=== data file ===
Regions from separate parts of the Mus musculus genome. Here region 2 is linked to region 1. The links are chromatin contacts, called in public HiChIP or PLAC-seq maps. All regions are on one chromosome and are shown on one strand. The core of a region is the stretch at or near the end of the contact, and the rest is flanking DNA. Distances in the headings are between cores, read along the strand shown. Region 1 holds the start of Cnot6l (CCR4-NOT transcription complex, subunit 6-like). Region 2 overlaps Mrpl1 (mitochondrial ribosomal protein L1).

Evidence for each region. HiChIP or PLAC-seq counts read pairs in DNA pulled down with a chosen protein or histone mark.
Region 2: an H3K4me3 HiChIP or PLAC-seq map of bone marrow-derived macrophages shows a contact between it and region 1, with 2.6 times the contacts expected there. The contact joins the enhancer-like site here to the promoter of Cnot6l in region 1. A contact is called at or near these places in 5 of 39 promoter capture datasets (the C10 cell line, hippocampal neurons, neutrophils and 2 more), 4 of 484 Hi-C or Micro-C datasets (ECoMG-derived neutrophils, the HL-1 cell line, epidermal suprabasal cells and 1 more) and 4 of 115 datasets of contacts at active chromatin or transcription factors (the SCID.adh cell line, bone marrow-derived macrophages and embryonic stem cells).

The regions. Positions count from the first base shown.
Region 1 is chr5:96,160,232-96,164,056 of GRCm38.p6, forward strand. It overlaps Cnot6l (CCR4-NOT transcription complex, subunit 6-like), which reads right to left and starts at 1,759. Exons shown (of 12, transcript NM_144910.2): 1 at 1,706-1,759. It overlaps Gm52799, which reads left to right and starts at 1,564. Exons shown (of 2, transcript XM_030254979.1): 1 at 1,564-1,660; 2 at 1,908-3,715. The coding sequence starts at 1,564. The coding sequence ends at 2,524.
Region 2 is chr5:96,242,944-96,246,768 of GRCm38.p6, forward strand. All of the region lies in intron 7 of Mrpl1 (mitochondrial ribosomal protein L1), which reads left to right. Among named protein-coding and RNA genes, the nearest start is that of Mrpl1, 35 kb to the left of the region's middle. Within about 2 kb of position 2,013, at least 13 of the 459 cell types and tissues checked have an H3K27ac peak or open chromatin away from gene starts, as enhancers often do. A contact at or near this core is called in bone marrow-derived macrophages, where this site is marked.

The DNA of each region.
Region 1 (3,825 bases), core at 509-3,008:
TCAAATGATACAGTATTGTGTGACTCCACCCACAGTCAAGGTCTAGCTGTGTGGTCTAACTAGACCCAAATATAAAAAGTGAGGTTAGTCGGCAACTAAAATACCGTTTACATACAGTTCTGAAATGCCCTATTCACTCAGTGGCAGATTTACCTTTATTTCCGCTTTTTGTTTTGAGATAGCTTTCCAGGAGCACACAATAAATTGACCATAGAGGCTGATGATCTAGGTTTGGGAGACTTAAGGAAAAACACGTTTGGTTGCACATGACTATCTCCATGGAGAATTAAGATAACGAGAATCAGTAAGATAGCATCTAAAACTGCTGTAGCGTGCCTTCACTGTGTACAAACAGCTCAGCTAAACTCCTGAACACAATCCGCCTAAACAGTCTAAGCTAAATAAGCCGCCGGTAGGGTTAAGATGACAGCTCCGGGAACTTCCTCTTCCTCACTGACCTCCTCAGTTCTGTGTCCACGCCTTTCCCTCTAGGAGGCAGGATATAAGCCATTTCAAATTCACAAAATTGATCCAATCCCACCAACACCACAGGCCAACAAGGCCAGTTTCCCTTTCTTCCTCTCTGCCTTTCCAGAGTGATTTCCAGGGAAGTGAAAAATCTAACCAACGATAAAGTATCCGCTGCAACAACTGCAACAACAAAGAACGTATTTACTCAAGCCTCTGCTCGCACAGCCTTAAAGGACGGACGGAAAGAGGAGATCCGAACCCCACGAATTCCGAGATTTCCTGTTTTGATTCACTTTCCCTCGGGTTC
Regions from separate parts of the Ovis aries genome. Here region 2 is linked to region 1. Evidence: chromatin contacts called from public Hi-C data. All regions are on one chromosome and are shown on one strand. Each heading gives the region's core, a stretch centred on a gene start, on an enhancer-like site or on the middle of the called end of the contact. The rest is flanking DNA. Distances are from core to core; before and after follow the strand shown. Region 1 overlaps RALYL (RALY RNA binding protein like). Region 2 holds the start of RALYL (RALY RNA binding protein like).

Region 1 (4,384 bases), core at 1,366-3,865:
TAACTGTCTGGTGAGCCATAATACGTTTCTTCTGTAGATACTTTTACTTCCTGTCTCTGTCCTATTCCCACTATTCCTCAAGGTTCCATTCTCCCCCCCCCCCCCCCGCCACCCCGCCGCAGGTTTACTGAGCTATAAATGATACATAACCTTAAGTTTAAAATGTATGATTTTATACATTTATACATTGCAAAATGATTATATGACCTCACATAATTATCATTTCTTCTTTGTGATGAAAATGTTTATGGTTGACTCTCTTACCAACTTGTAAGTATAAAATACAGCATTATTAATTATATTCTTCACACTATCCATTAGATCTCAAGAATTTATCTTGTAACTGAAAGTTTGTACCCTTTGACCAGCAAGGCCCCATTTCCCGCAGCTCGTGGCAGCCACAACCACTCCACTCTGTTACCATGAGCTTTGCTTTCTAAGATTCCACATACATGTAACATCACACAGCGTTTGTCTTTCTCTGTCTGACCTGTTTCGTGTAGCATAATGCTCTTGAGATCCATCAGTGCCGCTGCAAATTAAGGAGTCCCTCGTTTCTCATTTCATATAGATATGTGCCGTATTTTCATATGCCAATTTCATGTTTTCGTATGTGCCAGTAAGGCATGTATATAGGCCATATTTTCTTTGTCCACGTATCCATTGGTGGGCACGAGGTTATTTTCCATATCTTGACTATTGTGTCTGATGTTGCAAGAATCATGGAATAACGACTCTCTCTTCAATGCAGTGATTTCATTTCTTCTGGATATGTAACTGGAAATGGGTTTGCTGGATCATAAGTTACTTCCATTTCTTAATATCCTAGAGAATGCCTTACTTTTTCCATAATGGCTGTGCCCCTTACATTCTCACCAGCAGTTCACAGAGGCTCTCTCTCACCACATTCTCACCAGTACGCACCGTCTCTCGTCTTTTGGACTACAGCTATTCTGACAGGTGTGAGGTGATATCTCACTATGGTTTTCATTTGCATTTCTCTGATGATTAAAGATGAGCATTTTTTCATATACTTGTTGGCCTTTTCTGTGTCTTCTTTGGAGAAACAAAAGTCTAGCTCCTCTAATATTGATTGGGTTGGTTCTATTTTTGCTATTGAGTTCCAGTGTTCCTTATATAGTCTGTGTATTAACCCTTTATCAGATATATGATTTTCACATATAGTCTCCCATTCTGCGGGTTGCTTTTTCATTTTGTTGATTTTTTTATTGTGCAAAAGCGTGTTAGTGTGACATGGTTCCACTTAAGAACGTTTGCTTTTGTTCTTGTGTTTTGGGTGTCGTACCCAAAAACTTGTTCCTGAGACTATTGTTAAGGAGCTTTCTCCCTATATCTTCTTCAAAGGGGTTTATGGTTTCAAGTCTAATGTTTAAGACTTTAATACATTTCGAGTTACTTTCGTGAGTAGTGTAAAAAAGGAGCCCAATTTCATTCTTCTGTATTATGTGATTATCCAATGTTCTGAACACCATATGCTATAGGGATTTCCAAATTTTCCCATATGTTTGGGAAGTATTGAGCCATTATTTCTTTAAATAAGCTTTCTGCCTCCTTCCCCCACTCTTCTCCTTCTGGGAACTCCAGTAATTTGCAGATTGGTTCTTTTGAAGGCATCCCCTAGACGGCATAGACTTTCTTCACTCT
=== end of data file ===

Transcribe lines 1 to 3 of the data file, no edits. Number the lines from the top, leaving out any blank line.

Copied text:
Regions from separate parts of the Mus musculus genome. Here region 2 is linked to region 1. The links are chromatin contacts, called in public HiChIP or PLAC-seq maps. All regions are on one chromosome and are shown on one strand. The core of a region is the stretch at or near the end of the contact, and the rest is flanking DNA. Distances in the headings are between cores, read along the strand shown. Region 1 holds the start of Cnot6l (CCR4-NOT transcription complex, subunit 6-like). Region 2 overlaps Mrpl1 (mitochondrial ribosomal protein L1).

Evidence for each region. HiChIP or PLAC-seq counts read pairs in DNA pulled down with a chosen protein or histone mark.
Region 2: an H3K4me3 HiChIP or PLAC-seq map of bone marrow-derived macrophages shows a contact between it and region 1, with 2.6 times the contacts expected there. The contact joins the enhancer-like site here to the promoter of Cnot6l in region 1. A contact is called at or near these places in 5 of 39 promoter capture datasets (the C10 cell line, hippocampal neurons, neutrophils and 2 more), 4 of 484 Hi-C or Micro-C datasets (ECoMG-derived neutrophils, the HL-1 cell line, epidermal suprabasal cells and 1 more) and 4 of 115 datasets of contacts at active chromatin or transcription factors (the SCID.adh cell line, bone marrow-derived macrophages and embryonic stem cells).